0:23:200:23:26

removed from the original building where Parliament was held until it was dissolved in 1707.

0:23:260:23:32

The idea is today, members have to pass through there.

0:23:320:23:36

They see that and it reminds them of their origins and history.

0:23:360:23:40

How does this building work in the running of modern political life?

0:23:400:23:45

This is the debating chamber, an incredible space.

0:23:520:23:56

Today I've been shown around by the Presiding Officer, Alex Ferguson.

0:23:560:24:01

-So pleased to meet you. Thank you for showing me around.

-Not at all.

-What is your role here, Alex?

0:24:010:24:07

My role is similar to the Speaker at Westminster with minor differences,

0:24:070:24:12

principally chairing debates in the chamber from

0:24:120:24:16

the seat down there, above and in front of the members.

0:24:160:24:19

Everywhere you look, it's beautifully put together.

0:24:190:24:23

-Yes.

-Some dynamics of architecture are beyond me. I'd need to spend time here.

0:24:230:24:28

How long have you been here?

0:24:280:24:30

We've been here over four years. Walking around this building, which I know well, I find new things.

0:24:300:24:37

New dynamics. New spaces and different views and different symbolism.

0:24:370:24:43

It's a constant exploration and voyage of discovery.

0:24:430:24:46

It's definitely got an energy about it.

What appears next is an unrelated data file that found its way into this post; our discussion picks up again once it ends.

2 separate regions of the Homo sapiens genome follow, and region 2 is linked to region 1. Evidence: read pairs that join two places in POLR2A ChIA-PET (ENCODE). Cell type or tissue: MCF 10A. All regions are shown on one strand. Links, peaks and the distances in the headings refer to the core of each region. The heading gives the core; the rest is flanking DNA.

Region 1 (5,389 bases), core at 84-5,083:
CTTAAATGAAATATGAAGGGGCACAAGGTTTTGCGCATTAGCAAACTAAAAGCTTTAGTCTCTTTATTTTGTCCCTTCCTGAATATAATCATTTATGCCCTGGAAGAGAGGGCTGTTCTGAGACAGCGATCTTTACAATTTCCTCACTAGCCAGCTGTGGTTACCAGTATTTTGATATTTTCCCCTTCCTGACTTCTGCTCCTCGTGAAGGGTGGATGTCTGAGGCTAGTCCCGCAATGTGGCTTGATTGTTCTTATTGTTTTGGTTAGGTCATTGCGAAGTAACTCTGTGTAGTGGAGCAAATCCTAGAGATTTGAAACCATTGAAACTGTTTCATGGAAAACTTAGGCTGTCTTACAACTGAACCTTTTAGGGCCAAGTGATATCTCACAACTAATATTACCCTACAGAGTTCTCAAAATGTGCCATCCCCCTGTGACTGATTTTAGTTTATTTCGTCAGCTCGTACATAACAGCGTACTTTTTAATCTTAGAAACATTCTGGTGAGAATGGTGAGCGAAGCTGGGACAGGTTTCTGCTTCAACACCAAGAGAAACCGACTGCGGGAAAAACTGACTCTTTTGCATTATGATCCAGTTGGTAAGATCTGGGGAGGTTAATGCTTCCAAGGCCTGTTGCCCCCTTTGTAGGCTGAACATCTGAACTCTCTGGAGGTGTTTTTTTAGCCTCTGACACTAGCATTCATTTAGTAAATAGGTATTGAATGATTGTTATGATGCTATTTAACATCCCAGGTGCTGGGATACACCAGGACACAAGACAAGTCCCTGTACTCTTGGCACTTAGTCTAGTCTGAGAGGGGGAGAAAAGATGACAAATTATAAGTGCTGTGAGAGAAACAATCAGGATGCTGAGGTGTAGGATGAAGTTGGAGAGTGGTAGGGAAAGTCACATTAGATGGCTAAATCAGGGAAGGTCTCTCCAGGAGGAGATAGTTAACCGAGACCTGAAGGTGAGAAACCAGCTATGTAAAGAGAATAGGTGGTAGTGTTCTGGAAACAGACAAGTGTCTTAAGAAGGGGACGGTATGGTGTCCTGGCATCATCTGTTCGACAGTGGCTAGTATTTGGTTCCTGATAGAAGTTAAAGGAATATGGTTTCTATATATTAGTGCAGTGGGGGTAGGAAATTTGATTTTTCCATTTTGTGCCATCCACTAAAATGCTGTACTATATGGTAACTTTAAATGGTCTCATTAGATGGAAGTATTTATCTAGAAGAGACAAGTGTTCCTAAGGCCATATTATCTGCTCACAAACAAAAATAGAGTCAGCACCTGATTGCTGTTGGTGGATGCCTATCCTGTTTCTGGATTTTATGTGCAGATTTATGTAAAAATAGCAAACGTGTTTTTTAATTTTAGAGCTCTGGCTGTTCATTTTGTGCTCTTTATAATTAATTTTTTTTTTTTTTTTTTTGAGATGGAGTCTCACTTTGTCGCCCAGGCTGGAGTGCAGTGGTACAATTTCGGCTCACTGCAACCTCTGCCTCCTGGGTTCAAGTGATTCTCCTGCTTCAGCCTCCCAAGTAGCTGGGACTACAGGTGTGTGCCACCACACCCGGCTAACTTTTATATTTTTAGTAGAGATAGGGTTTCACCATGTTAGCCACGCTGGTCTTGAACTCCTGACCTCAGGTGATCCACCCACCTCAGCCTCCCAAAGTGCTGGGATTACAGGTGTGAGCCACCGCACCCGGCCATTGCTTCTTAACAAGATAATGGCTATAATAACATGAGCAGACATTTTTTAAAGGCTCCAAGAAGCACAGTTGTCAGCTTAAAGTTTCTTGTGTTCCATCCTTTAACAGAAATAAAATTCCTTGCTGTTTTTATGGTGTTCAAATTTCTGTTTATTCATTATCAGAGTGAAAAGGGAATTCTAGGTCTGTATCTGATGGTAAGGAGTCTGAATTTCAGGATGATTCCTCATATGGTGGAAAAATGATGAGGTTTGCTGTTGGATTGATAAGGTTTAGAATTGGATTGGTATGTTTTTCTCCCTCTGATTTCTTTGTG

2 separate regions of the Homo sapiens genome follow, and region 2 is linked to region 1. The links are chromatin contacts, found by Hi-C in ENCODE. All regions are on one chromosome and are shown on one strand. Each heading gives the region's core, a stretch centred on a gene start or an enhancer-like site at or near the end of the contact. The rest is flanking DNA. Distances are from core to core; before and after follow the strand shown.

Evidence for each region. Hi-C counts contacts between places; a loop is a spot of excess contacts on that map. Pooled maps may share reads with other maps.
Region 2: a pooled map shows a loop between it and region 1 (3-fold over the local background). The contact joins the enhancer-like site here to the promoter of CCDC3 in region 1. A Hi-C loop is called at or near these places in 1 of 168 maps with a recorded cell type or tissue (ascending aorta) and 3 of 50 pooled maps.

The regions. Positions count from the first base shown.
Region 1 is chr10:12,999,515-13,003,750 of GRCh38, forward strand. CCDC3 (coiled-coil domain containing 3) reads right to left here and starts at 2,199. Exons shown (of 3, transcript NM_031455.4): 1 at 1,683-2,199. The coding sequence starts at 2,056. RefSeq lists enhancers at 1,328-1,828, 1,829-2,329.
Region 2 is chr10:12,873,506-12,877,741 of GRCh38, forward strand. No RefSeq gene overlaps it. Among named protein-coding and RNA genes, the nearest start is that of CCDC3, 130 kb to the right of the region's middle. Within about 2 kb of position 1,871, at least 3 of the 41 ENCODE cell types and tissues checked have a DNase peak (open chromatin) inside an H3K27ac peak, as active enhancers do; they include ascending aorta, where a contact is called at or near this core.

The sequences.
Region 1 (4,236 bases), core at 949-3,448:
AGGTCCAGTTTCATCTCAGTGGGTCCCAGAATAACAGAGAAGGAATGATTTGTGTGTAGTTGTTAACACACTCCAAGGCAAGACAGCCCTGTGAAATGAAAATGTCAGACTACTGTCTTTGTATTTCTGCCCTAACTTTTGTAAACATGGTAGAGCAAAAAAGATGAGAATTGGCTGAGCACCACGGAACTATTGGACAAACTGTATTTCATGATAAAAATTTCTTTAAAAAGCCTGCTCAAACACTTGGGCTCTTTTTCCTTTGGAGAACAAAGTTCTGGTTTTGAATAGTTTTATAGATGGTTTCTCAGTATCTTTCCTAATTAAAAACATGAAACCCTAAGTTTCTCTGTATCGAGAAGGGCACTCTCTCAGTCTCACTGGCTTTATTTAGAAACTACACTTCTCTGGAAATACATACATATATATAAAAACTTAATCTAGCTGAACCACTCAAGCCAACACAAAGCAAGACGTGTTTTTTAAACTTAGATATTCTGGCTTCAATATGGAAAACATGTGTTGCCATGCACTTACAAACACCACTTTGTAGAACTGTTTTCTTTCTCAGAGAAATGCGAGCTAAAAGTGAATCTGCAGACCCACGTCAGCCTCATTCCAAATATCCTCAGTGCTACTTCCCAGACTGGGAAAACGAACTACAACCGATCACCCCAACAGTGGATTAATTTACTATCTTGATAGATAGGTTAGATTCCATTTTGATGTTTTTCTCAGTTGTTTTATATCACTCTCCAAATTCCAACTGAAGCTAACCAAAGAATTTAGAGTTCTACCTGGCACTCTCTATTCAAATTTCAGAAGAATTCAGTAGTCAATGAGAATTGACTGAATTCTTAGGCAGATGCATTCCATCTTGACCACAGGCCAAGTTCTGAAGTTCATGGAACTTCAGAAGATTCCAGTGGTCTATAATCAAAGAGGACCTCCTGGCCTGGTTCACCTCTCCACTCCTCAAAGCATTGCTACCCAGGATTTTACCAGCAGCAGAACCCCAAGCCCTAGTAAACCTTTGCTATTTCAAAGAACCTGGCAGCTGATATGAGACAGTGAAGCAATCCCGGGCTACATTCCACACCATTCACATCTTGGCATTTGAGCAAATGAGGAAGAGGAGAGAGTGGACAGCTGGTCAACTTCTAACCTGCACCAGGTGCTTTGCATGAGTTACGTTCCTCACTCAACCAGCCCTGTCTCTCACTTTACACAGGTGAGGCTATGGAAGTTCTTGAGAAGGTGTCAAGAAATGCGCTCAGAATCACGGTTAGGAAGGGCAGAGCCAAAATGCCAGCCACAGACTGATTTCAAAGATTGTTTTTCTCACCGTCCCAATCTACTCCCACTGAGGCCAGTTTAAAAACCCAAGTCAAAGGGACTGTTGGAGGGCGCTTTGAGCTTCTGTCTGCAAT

0:24:460:24:50

I'm glad you feel like that, because I feel there is.

0:24:500:24:53

There's a very different feel.

0:24:530:24:55

You can walk into an area and feel a palpable warmth and another area

0:24:550:24:59

where you feel much more light and openness and accessibility.

0:24:590:25:04

Almost every time you turn a corner there's a different feel.

0:25:040:25:08

I like the symbolism cut through the louvre in the light there. Little men, are they?

0:25:170:25:22

Indeed, little men. I commend you for

0:25:220:25:24

picking that up, because most people think they're bottles.

0:25:240:25:28

They represent the people of Scotland listening to their Parliament in action.

0:25:280:25:33

You can see them all around the walls in different

0:25:330:25:36

-colours as well.

-And that's the public gallery?

0:25:360:25:41

The public gallery stretches right along and you can get about 250 people in it.

0:25:410:25:45

It's really close.

0:25:450:25:46

That is something that people often comment on, how close it is.

0:25:460:25:50

You can almost reach out and touch the members.

0:25:500:25:52

We decided to keep it open and accessible -

0:25:520:25:55

it's about the Parliament and people working together.

0:25:550:25:58

Yes.

0:25:580:26:00

What is the general public's reaction when they get inside?

0:26:070:26:11